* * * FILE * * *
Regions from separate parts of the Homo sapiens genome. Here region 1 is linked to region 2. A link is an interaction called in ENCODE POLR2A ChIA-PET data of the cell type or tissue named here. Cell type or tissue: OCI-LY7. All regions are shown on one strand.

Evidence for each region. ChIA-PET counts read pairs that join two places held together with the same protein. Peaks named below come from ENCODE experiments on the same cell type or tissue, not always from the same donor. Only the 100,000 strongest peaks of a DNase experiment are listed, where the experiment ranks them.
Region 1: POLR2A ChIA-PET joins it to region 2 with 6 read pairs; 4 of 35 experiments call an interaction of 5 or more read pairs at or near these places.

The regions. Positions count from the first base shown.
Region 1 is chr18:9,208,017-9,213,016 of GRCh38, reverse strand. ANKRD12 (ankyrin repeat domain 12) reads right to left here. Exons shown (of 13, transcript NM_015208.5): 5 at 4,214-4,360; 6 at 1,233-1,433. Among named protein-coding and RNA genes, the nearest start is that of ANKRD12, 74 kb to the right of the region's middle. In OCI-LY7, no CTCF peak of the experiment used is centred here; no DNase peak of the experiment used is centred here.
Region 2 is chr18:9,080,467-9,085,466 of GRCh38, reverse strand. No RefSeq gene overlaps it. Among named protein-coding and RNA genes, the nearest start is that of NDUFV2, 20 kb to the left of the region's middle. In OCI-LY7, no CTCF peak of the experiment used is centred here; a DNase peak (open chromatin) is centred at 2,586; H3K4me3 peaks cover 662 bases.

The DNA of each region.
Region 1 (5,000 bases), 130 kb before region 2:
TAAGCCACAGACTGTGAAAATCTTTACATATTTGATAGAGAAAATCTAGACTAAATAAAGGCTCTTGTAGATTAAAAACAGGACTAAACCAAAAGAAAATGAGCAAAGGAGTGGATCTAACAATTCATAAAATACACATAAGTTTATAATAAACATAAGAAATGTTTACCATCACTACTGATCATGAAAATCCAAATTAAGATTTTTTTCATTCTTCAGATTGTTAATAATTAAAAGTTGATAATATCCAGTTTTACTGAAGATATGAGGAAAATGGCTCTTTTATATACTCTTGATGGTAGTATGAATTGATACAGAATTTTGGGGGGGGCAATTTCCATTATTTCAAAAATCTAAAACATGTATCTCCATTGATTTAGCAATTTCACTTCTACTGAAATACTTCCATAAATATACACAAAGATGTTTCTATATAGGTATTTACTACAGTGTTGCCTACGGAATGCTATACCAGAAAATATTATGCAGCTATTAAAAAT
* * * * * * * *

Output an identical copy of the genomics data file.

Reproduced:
Regions from separate parts of the Homo sapiens genome. Here region 1 is linked to region 2. A link is an interaction called in ENCODE POLR2A ChIA-PET data of the cell type or tissue named here. Cell type or tissue: OCI-LY7. All regions are shown on one strand.

Evidence for each region. ChIA-PET counts read pairs that join two places held together with the same protein. Peaks named below come from ENCODE experiments on the same cell type or tissue, not always from the same donor. Only the 100,000 strongest peaks of a DNase experiment are listed, where the experiment ranks them.
Region 1: POLR2A ChIA-PET joins it to region 2 with 6 read pairs; 4 of 35 experiments call an interaction of 5 or more read pairs at or near these places.

The regions. Positions count from the first base shown.
Region 1 is chr18:9,208,017-9,213,016 of GRCh38, reverse strand. ANKRD12 (ankyrin repeat domain 12) reads right to left here. Exons shown (of 13, transcript NM_015208.5): 5 at 4,214-4,360; 6 at 1,233-1,433. Among named protein-coding and RNA genes, the nearest start is that of ANKRD12, 74 kb to the right of the region's middle. In OCI-LY7, no CTCF peak of the experiment used is centred here; no DNase peak of the experiment used is centred here.
Region 2 is chr18:9,080,467-9,085,466 of GRCh38, reverse strand. No RefSeq gene overlaps it. Among named protein-coding and RNA genes, the nearest start is that of NDUFV2, 20 kb to the left of the region's middle. In OCI-LY7, no CTCF peak of the experiment used is centred here; a DNase peak (open chromatin) is centred at 2,586; H3K4me3 peaks cover 662 bases.

The DNA of each region.
Region 1 (5,000 bases), 130 kb before region 2:
TAAGCCACAGACTGTGAAAATCTTTACATATTTGATAGAGAAAATCTAGACTAAATAAAGGCTCTTGTAGATTAAAAACAGGACTAAACCAAAAGAAAATGAGCAAAGGAGTGGATCTAACAATTCATAAAATACACATAAGTTTATAATAAACATAAGAAATGTTTACCATCACTACTGATCATGAAAATCCAAATTAAGATTTTTTTCATTCTTCAGATTGTTAATAATTAAAAGTTGATAATATCCAGTTTTACTGAAGATATGAGGAAAATGGCTCTTTTATATACTCTTGATGGTAGTATGAATTGATACAGAATTTTGGGGGGGGCAATTTCCATTATTTCAAAAATCTAAAACATGTATCTCCATTGATTTAGCAATTTCACTTCTACTGAAATACTTCCATAAATATACACAAAGATGTTTCTATATAGGTATTTACTACAGTGTTGCCTACGGAATGCTATACCAGAAAATATTATGCAGCTATTAAAAAT